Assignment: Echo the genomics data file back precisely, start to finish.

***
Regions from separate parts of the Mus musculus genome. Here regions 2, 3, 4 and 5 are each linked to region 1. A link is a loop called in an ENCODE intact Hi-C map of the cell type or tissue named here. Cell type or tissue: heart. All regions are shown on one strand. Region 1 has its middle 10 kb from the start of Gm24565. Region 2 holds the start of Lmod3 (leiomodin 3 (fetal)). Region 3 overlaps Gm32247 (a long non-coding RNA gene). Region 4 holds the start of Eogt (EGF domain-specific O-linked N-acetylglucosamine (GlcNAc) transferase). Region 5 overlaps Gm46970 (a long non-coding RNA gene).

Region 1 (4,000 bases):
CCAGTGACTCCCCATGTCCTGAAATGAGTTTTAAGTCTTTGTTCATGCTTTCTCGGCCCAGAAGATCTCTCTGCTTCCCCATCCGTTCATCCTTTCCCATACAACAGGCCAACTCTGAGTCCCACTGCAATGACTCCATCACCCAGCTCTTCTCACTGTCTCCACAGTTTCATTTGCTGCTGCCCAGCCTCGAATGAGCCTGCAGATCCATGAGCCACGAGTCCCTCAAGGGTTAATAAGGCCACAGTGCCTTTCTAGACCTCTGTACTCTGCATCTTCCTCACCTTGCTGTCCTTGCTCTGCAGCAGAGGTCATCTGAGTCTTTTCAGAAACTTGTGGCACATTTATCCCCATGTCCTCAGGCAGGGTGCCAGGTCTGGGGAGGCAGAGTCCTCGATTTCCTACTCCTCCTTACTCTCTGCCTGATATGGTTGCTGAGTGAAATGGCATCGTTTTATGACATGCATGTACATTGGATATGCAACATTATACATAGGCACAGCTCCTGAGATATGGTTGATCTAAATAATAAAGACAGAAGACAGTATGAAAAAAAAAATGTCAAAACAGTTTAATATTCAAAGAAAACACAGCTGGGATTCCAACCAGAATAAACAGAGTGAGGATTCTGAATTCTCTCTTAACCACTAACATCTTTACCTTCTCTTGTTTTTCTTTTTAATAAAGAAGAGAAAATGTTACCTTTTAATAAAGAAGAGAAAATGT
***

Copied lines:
Regions from separate parts of the Mus musculus genome. Here regions 2, 3, 4 and 5 are each linked to region 1. A link is a loop called in an ENCODE intact Hi-C map of the cell type or tissue named here. Cell type or tissue: heart. All regions are shown on one strand. Region 1 has its middle 10 kb from the start of Gm24565. Region 2 holds the start of Lmod3 (leiomodin 3 (fetal)). Region 3 overlaps Gm32247 (a long non-coding RNA gene). Region 4 holds the start of Eogt (EGF domain-specific O-linked N-acetylglucosamine (GlcNAc) transferase). Region 5 overlaps Gm46970 (a long non-coding RNA gene).

Region 1 (4,000 bases):
CCAGTGACTCCCCATGTCCTGAAATGAGTTTTAAGTCTTTGTTCATGCTTTCTCGGCCCAGAAGATCTCTCTGCTTCCCCATCCGTTCATCCTTTCCCATACAACAGGCCAACTCTGAGTCCCACTGCAATGACTCCATCACCCAGCTCTTCTCACTGTCTCCACAGTTTCATTTGCTGCTGCCCAGCCTCGAATGAGCCTGCAGATCCATGAGCCACGAGTCCCTCAAGGGTTAATAAGGCCACAGTGCCTTTCTAGACCTCTGTACTCTGCATCTTCCTCACCTTGCTGTCCTTGCTCTGCAGCAGAGGTCATCTGAGTCTTTTCAGAAACTTGTGGCACATTTATCCCCATGTCCTCAGGCAGGGTGCCAGGTCTGGGGAGGCAGAGTCCTCGATTTCCTACTCCTCCTTACTCTCTGCCTGATATGGTTGCTGAGTGAAATGGCATCGTTTTATGACATGCATGTACATTGGATATGCAACATTATACATAGGCACAGCTCCTGAGATATGGTTGATCTAAATAATAAAGACAGAAGACAGTATGAAAAAAAAAATGTCAAAACAGTTTAATATTCAAAGAAAACACAGCTGGGATTCCAACCAGAATAAACAGAGTGAGGATTCTGAATTCTCTCTTAACCACTAACATCTTTACCTTCTCTTGTTTTTCTTTTTAATAAAGAAGAGAAAATGTTACCTTTTAATAAAGAAGAGAAAATGT